CoralWatch is a not-for-profit organisation based at The University of Queensland. It is a globally significant citizen science program that started in 2002. It aims to involve anyone (divers, students, scientists and tourists) in monitoring coral colour to help us understand more about coral health and bleaching events.
CoralWatch creates simple and engaging tools to help citizen scientists monitor global coral health and raises awareness of our reefs via education and public outreach programs.
Collecting valuable data about coral health
Through CoralWatch people help collect scientific data on coral bleaching by using the Coral Health Chart. The chart is an easy-to-use tool to quantify changes in coral colour associated with coral bleaching on our reefs.
The colours on the Coral Health Chart are based on the actual colours of bleached and healthy corals. Each colour square corresponds to the concentration of symbiotic algae living in the coral tissue, which is directly linked to coral health. For more information, visit Using the coral health chart
The chart is used in the field and classroom, is available in 12 languages and data on more than 2,500 reefs in 81 countries is publicly accessible.
Updating the CoralWatch database
After almost 20 years of operation the CoralWatch team needed to update the global database and partnered with the Queensland Cyber Infrastructure Foundation (QCIF) and the Atlas of Living Australia to find a solution.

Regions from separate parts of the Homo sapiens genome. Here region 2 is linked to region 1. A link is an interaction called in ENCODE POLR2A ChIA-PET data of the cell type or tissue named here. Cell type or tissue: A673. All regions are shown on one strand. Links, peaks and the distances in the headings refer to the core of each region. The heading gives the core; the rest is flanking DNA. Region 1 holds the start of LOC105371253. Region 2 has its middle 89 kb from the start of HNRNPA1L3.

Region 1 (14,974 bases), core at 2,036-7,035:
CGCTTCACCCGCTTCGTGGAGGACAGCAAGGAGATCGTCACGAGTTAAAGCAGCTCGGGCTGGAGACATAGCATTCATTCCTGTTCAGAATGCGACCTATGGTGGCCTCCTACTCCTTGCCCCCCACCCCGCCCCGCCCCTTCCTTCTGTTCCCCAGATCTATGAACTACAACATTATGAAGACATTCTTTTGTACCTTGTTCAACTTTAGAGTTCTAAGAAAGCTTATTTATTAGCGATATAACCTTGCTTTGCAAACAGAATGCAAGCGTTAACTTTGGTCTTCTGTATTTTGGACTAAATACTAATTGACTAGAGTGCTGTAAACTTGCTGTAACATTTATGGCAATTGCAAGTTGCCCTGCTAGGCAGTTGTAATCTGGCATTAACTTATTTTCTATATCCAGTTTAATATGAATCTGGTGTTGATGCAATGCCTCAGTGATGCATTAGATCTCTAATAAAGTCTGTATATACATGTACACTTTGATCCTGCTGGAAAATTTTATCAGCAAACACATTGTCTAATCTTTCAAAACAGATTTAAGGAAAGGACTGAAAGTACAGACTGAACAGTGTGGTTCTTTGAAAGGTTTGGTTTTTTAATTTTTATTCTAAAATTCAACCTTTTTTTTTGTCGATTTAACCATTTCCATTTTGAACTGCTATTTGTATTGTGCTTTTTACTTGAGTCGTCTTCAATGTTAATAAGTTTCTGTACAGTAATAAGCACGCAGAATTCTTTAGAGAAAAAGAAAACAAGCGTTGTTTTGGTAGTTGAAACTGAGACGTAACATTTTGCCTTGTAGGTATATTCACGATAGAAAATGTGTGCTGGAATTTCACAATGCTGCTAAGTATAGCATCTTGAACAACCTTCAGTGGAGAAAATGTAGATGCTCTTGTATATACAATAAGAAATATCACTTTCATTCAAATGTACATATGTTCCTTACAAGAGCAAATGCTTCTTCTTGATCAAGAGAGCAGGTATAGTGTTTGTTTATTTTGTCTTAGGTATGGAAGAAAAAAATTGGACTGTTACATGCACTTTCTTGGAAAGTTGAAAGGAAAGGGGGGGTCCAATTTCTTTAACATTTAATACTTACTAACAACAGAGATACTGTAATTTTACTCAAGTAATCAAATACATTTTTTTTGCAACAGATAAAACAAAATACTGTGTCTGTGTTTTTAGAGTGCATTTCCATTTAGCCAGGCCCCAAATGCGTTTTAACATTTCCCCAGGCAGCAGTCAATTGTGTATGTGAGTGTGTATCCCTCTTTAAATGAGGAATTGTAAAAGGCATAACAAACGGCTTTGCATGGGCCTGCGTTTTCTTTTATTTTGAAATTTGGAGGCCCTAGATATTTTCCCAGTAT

The BioCollect platform is a customisable field data collection tool and proved a good base to build the new CoralWatch database. The QCIF team developed new code to display graphs for the CoralWatch database and the ALA provided technical support and is hosting the database. The new graphs feature is now available to other users of the platform too.
All historical data (almost 15,000 reef visits and more than 320,000 coral observations) was imported to BioCollect. The new database can support images and record verification. It will also be able to cope with the growing data storage needs of the CoralWatch project.
Since the launch of the database (28 September 2021), already 223 surveys have been entered by divers and snorkelers all over the world, including 109 surveys in Australia and 114 surveys from Thailand, Honduras, Taiwan, Northern Mariana Islands, Indonesia, and Egypt.